The size argument probably means that any real sandswimmers, by which I mean those on earth and in serious speculative biology projects, had better be small. Are there any other limitations on what they can do? Can sandswimmers dive as deep as they like?
I searched for an answer by looking at the physics of soils. Not surprisingly, the pressure in sand or another type of soil gets deeper the deeper you get, the same as pressure increases with depth in water. Typical soils contain not just grains of sand, but water as well. That complicates matters because there are separate pressures of the grains and the water between them. Luckily we can forget the water component as we are dealing with pure, dry sand. Comparing the effects of depth in water and sand reveals that sand isn't really a fluid.. They have in common that pressures increases with depth, and more so in sand, as it is heavier. But in water the extreme pressure at the bottom of an ocean trench does not stop fish from moving at all, whereas I imagine that movement is impossible under even two (maybe even one) meters of sand. While this seems intuitive, I found no readily available physical explanation. I suppose it has to do with the internal friction between grains of sand.
Click to enlarge. From: Baumgartner et al. Investigating the Locomotion of the Sandfish in Desert Sand Using NMR-Imaging. PLoS ONE 3(10): e3309. doi:10.1371/journal.pone.0003309
Loosely packed sand can be shaken, and then it sort of acts like a fluid. The image above is in fact from a study on sandswimming lizards, in which the authors speculated that decompacting sand might make it more fluid.
But simply adding more sand on top would cause the sand to become impacted, and then no amount of shaking is going to create spare room. That is what is shown here. If something (a sandswimmer!) starts pushing a number of grains upwards, an entire column of sand above needs needs to be shifted. In fact, initially that column might look more like a cone, until the grains start shifting. At any rate this is real work.
What all this suggests is that pressure limits swimming in sand to superficial layers. A consequence of that would be that you would see the surface move when the swimmer is passing. It does not seem likely that sandswimmers can swim up to a potential victim without that victim being aware of the sand apparently moving of its own accord. Obviously, if the sandswimmer is a herbivore, any plants it is creeping up on wouldn't notice that. But sandswimming predators that wish to devour surface-walking prey had better do so from an ambush. Having said that, let's have a look at more fictional sandswimmers.
'Tremors' is a film about monsters ('graboids') that beleaguer a small community in a desert environment. The graboids swim under the sand at an amazing speed. As you can see from the video clip, they do break the soil above them, so the filmmakers gain some points for that. The speed at which they move is ludicrous, I am sorry to say. I couldn't see how the animals move: no bristles or legs or anything else I could find. The scene in which the graboid crashes into a concrete wall is wonderful from a story-telling point of view, but less so from a biomechanical point of view. It's not that the animal wouldn't get hurt, hitting concrete at that speed, but that the packed sand it moves through with ease would in reality provide a similarly unyielding obstacle. Anyone who ever took a failed dive and belly-flopped on water knows how hard water can be when struck at some speed. Now take the same dive on sand: there wouldn't even be a dent in it. The same principle is at work with sand sacks: they stop bullets. So I am sorry once again, but graboids are not feasible as shown. As was the case for Dune, I do not think that this harms the enjoyment of the film in any way. Apparently, the needs of fiction outweigh the needs of facts (Mr. Spock might have said that, but I did). Luckily 'Tremors' has a lot of humour in it, so I feel the same about it as I did with Dune.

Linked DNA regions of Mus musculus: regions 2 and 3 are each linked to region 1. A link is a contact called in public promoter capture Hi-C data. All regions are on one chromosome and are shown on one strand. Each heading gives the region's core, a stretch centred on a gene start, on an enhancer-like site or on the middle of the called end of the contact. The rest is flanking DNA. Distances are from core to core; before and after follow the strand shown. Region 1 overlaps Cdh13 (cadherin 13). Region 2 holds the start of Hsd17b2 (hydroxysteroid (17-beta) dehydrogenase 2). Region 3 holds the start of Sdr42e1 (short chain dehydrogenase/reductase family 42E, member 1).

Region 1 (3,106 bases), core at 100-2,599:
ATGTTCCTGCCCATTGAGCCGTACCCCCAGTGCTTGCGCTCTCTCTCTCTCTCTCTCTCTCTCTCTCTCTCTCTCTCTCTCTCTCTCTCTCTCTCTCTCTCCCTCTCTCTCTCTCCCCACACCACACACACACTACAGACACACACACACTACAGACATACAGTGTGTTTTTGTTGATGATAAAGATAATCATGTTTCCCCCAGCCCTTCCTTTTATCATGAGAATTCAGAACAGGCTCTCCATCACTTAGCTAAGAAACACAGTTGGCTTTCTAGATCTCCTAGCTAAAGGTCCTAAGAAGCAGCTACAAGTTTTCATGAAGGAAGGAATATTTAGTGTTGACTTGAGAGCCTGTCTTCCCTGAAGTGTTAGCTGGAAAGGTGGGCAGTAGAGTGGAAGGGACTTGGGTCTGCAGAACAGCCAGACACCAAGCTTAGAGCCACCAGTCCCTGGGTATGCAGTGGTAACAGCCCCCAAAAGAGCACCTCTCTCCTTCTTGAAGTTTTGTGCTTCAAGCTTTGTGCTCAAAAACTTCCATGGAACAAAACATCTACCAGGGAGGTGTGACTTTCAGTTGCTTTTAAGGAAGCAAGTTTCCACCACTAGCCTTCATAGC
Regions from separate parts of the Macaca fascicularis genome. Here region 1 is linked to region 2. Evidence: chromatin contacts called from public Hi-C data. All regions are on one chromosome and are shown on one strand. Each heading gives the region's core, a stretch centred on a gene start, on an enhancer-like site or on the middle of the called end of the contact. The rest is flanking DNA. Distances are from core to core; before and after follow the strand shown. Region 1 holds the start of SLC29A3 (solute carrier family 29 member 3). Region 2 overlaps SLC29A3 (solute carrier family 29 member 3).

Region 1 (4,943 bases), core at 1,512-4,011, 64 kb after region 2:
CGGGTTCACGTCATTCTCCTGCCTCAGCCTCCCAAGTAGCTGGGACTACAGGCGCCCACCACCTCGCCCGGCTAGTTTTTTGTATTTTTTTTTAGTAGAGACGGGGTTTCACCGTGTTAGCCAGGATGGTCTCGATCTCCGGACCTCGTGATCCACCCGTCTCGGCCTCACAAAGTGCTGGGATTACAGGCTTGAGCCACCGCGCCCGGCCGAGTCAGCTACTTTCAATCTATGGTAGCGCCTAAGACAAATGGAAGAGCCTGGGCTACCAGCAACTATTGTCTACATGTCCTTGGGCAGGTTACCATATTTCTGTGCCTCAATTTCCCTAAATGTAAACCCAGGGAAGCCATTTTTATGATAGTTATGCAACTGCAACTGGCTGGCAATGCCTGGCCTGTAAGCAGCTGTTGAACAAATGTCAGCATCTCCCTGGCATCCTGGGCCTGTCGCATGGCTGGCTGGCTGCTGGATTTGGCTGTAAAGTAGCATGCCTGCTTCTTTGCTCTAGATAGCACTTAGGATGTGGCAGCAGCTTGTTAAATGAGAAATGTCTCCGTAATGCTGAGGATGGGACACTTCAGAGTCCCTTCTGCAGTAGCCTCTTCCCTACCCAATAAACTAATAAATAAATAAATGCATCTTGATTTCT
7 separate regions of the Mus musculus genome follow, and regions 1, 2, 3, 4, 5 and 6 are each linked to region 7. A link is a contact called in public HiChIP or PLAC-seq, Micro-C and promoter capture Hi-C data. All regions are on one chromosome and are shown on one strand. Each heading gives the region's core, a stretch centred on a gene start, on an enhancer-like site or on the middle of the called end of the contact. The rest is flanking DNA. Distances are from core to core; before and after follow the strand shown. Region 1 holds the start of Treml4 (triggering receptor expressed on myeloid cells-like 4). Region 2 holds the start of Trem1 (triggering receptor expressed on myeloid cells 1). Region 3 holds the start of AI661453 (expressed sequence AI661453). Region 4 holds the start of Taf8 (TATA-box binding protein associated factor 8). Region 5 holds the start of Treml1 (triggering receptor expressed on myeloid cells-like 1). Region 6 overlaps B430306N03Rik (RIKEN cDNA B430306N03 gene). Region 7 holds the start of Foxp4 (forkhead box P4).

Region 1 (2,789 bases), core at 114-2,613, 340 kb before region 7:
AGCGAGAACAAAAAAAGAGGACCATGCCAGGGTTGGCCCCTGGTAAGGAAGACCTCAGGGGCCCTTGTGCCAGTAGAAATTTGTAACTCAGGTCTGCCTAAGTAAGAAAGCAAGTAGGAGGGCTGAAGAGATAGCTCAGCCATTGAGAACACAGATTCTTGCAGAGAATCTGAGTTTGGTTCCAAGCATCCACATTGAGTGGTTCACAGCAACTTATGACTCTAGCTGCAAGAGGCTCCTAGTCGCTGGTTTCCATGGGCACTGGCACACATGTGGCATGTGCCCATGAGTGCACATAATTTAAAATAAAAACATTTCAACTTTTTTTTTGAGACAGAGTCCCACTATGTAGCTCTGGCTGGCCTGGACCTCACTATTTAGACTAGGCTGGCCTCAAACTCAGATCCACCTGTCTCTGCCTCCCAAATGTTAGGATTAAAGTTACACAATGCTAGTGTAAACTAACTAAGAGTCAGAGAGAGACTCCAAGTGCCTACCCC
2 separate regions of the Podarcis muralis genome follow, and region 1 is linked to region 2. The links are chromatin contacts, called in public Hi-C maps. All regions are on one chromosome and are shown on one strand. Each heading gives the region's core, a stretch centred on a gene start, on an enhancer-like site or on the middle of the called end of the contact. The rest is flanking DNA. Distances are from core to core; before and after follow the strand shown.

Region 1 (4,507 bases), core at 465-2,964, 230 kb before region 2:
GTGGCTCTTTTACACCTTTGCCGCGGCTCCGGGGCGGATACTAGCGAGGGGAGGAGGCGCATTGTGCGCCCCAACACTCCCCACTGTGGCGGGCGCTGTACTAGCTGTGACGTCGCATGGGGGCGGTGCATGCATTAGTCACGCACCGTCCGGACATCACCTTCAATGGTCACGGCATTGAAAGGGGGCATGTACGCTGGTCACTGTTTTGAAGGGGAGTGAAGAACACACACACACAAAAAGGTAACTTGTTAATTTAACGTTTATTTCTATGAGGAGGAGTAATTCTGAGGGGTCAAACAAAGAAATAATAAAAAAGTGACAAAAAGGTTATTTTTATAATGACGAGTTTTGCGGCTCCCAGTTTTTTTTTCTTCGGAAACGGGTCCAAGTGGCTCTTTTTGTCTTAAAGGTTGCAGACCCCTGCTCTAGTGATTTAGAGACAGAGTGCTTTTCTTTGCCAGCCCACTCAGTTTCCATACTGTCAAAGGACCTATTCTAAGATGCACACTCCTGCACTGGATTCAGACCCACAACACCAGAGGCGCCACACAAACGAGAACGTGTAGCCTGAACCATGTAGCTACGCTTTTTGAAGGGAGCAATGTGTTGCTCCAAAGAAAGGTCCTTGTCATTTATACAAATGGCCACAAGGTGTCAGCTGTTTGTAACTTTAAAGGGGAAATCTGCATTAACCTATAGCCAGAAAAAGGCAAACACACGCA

The scene above is from a British television series called 'Primeval' in which time portals come into life now and again, allowing past and future wildlife to blunder through and run amok in England. In this scene a villain has captured some Silurian scorpions and uses them to terrorise a beach. The scorpions are a lot bigger than they were in reality and are supposed to be excellent sandswimmers, with lots of long limbs sticking sideways. Hmm; that can't really help their sandswimming abilities. When they approach, sometimes you see the sand move, particularly when the scene require drama to be built up, while at other times the scorpions strike without causing as much as a ripple on the sand.
There is a delectable irony in the Primeval scene. A man has been buried in the sand by his children. This is what people do at beaches, and if you search Google or YouTube, you will soon find examples of people being unable to free themselves, especially when the tide comes in: one wave of water can undo a minute or two of frantic digging by bystanders. In the Primeval scene, the buried man cannot free himself, and through this nicely illustrates that humans are very poor at sandswimming. And then the scorpion swims in, from deep beneath the ripples, and sucks the poor man under. Unfortunately, there is nothing about a man-sized scorpion that would make it a better sandswimmer than its victim. I guess the reasoning was once again that "The needs of fiction outweigh the needs of facts".